Ruling Forces Kodak to Quit Instant Camera Field; Recall Launched
Eastman Kodak said Wednesday that it will stop making instant cameras and film, effective today. The decision came after a Supreme Court justice declined to reverse a lower court’s order that it get out of the instant photography business because it had infringed on the patents of rival Polaroid.
The Rochester, N.Y.-based photography giant said it will replace or exchange for Kodak stock the 16.5 million instant cameras that it has sold since the product was introduced in April, 1976.
Kodak also said it is launching today a massive recall of all unsold instant cameras and film and would reassign the 800 full-time workers that produced the cameras at its Rochester plant.
Analysts speculated that, after all legal remedies in the nine-year dispute are exhausted, Kodak could be required to pay as much as $1 billion to Polaroid.
Wednesday’s decision gives Polaroid a virtual lock on the instant photography market, a position that it enjoyed for 30 years until Kodak introduced two instant camera models, the EK-4 and the EK-6. Analysts said Kodak now controls 25% of the instant camera market.
Accused of Copying
Polaroid sued Kodak in U.S. District Court in Boston six days after Kodak started selling its instant cameras. The smaller Cambridge, Mass.-based company, which invented instant photography, accused Kodak of copying Polaroid’s then-revolutionary SX-70 camera, which was first sold in 1972.
The SX-70 produced instant photographs that popped out of the camera and developed in the user’s hand. That was a dramatic improvement from the older technology, in which the print emerged from the camera unfinished and had to be peeled away from a wrapper and a negative and treated with chemicals.
Last September, U.S. District Judge Rya Zobel in Boston ruled that Kodak had infringed on seven Polaroid patents, six of which pertained to the process used to develop the SX-70 film. One patent concerned the camera itself.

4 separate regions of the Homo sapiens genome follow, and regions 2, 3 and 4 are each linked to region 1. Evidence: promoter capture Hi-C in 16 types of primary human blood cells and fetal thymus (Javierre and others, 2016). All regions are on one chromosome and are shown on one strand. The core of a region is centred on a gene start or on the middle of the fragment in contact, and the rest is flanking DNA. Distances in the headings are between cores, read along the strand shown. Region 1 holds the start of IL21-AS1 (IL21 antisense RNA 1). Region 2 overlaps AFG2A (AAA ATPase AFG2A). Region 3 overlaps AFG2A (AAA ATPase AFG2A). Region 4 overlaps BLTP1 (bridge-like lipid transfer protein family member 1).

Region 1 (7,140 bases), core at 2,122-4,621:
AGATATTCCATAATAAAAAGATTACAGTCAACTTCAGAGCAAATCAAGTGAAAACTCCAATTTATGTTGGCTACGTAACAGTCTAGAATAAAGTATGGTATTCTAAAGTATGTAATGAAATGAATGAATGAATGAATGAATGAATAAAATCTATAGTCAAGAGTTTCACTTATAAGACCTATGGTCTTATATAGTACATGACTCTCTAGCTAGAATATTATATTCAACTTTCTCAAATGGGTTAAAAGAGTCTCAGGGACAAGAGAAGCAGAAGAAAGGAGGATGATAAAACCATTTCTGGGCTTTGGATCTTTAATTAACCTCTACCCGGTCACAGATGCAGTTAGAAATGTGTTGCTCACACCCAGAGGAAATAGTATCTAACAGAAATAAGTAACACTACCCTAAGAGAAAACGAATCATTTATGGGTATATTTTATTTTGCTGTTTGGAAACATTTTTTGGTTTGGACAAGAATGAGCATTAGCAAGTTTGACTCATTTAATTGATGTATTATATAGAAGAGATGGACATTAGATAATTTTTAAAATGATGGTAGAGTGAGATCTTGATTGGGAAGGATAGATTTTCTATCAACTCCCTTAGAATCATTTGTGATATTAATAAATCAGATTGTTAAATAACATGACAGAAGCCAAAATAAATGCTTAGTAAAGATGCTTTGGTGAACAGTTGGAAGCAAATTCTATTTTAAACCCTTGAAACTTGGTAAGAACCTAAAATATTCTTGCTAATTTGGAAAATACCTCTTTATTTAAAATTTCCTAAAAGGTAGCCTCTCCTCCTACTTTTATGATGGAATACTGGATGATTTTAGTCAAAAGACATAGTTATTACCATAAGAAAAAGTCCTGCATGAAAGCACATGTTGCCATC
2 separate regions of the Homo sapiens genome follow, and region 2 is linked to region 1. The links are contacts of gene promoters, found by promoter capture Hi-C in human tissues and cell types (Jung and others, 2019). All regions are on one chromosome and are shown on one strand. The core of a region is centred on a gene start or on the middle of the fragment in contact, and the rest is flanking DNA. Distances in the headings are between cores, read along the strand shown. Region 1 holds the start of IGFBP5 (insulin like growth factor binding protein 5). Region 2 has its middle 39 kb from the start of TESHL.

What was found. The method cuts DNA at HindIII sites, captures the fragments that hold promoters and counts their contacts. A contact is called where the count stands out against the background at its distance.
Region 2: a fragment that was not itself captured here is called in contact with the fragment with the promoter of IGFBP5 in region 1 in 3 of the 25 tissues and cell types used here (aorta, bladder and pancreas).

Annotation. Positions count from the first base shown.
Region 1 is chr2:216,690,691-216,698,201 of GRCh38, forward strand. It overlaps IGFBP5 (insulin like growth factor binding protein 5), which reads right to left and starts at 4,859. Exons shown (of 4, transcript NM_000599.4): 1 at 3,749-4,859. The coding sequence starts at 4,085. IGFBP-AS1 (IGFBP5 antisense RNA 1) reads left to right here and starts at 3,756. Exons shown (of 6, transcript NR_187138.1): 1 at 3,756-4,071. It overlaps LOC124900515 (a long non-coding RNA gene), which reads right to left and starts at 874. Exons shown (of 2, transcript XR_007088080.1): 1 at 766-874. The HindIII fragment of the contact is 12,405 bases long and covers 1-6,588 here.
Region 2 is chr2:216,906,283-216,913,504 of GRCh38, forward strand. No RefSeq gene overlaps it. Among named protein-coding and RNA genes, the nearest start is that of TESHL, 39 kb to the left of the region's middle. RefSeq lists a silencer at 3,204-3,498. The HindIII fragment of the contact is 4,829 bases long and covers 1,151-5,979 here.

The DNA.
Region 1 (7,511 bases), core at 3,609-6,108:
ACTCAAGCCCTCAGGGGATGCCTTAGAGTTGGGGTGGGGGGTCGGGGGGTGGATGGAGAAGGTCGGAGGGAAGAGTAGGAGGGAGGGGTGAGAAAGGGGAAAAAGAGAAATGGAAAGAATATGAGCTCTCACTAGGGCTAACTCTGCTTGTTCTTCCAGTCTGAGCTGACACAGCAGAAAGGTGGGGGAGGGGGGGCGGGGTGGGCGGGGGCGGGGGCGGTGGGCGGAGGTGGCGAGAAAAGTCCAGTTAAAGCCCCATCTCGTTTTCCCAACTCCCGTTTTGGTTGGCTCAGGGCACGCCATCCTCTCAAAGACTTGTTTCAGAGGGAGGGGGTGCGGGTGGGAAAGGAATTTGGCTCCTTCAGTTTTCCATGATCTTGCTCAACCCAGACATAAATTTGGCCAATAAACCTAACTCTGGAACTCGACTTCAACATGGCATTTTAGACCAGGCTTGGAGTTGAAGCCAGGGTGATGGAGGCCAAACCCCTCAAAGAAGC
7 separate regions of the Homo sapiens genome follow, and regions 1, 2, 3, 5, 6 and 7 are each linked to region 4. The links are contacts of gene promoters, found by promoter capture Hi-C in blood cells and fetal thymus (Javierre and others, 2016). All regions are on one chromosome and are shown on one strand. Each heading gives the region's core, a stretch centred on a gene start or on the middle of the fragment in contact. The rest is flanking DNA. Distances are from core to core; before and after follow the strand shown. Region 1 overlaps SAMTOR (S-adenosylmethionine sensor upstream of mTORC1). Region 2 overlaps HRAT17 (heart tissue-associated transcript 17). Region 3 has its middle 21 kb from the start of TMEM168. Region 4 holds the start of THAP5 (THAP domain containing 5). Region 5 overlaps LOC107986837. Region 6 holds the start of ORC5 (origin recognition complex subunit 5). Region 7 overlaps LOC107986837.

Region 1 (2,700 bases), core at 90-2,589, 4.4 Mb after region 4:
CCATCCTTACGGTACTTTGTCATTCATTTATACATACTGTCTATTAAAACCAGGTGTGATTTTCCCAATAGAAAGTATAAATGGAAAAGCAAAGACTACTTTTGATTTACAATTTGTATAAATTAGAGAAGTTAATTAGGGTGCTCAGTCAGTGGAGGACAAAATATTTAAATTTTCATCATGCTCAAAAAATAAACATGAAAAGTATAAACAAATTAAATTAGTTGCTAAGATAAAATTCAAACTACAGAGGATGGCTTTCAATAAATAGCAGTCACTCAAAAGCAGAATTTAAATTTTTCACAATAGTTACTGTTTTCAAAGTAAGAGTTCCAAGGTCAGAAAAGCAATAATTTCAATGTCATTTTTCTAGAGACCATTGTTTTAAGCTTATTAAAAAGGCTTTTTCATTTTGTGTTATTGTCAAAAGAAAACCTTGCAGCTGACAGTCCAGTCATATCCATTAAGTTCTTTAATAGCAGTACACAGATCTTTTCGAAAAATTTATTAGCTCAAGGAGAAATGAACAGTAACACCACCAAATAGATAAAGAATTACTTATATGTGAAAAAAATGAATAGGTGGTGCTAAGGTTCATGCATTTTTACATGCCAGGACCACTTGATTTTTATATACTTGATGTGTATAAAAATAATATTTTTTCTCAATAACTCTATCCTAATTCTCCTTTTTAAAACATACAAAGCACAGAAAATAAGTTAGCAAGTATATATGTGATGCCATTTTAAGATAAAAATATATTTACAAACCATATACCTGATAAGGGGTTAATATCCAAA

Kodak’s lawyers argued that the case involved just a handful of the 150 patents held by Polaroid and that Kodak’s entry into the market didn’t violate any patent laws.
Last October, Judge Zobel issued an injunction requiring Kodak to stop making and selling instant cameras and film, effective today. The company sought to have the injunction lifted by the U.S. Court of Appeals, but its request was denied Tuesday. Kodak then turned to the Supreme Court.
In its appeal to Chief Justice Warren Burger, Kodak’s attorneys said: “At stake here is a court-ordered monopolization of a $1-billion domestic business on the unreviewed decision of a single federal judge,” adding that the “injunction threatens immediate, substantial and irreparable harm to the nation’s antitrust policy.” Burger passed the appeal to Powell.
Although Kodak lost its bid to set aside the injunction, it continues to appeal the case. The company said it is getting out of the instant photography business because it was too costly to mothball its operations until it received an appeal verdict.